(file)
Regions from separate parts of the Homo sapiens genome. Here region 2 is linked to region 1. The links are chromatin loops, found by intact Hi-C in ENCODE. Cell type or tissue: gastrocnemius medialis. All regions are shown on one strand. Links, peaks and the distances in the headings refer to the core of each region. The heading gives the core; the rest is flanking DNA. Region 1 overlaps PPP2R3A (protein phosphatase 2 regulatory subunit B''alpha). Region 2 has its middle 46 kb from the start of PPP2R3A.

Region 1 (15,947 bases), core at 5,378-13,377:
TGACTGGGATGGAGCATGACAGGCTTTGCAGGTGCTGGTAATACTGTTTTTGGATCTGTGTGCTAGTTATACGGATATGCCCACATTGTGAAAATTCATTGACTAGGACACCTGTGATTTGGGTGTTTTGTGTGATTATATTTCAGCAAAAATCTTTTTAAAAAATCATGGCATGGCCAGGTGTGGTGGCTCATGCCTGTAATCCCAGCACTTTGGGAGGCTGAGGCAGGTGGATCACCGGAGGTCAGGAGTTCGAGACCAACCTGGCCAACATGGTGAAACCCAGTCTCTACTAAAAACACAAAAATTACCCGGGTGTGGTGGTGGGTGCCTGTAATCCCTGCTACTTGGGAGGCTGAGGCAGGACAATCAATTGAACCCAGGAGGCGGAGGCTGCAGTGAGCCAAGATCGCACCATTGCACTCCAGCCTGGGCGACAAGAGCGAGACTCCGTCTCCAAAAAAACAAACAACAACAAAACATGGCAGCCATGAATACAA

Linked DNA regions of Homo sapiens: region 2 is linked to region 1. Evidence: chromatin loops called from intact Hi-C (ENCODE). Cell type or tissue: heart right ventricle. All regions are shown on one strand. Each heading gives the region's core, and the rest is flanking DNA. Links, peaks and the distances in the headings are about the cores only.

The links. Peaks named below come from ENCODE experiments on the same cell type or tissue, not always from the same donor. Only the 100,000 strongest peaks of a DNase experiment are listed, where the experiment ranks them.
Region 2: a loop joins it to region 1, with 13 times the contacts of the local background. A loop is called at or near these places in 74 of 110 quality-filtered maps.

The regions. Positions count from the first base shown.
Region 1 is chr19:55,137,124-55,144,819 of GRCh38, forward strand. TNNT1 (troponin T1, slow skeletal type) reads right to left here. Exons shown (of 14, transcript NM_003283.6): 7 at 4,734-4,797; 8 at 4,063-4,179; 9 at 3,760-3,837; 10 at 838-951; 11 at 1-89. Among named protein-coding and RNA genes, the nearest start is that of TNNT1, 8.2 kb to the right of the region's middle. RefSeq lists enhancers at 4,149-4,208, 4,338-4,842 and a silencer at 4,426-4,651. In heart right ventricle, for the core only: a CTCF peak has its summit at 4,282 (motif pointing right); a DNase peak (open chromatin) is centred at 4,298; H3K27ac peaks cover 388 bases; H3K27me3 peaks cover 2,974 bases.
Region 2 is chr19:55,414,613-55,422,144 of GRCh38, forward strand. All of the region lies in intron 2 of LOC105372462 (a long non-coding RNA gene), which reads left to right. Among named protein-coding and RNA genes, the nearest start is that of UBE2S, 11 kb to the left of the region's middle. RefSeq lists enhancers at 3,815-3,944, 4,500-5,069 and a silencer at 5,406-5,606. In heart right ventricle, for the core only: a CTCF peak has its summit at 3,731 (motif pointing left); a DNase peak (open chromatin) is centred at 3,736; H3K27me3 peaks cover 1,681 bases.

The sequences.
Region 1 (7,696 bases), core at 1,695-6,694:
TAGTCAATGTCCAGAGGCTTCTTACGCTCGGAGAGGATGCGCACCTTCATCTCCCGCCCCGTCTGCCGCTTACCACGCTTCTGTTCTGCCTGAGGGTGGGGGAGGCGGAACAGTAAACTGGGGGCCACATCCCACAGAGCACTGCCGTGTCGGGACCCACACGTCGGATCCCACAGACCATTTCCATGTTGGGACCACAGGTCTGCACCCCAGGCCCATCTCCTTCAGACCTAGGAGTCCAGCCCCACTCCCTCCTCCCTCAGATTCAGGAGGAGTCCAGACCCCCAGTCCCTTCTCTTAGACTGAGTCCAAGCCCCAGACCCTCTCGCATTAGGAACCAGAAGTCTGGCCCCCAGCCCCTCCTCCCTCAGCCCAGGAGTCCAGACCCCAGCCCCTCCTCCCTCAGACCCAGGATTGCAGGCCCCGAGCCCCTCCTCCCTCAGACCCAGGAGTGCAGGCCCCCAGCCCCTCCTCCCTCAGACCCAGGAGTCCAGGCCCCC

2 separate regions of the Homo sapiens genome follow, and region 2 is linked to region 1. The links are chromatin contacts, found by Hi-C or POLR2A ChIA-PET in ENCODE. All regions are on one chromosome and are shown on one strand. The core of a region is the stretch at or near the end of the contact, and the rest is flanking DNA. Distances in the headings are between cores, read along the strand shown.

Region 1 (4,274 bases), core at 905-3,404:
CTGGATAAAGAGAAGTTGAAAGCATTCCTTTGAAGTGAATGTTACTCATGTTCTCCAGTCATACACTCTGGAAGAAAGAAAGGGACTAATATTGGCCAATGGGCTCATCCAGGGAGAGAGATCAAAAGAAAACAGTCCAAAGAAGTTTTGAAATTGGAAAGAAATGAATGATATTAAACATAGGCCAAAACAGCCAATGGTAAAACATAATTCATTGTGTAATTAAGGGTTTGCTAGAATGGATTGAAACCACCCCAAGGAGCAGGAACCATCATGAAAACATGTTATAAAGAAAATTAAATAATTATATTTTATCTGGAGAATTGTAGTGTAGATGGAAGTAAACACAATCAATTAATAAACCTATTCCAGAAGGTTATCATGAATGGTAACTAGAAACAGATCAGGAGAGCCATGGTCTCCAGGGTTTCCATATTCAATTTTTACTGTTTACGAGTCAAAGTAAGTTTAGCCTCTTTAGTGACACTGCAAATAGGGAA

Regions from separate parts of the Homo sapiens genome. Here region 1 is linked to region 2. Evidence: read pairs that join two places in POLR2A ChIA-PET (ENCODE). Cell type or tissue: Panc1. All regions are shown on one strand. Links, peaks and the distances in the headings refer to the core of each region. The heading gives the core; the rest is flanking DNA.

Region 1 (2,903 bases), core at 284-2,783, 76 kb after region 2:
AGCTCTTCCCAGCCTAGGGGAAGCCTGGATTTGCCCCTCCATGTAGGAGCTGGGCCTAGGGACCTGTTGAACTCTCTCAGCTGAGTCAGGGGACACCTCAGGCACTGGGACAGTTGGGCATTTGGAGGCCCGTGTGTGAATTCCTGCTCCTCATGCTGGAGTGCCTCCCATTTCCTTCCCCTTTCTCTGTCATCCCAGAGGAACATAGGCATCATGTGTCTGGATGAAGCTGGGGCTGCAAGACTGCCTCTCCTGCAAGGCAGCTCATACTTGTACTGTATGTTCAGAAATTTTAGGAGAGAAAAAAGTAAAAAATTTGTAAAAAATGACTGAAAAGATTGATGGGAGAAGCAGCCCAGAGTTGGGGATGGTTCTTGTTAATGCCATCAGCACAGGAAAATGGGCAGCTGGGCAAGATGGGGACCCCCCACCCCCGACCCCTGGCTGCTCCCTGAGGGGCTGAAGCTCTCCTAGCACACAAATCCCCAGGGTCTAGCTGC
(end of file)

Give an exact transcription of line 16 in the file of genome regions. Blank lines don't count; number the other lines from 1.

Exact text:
Regions from separate parts of the Homo sapiens genome. Here region 1 is linked to region 2. Evidence: read pairs that join two places in POLR2A ChIA-PET (ENCODE). Cell type or tissue: Panc1. All regions are shown on one strand. Links, peaks and the distances in the headings refer to the core of each region. The heading gives the core; the rest is flanking DNA.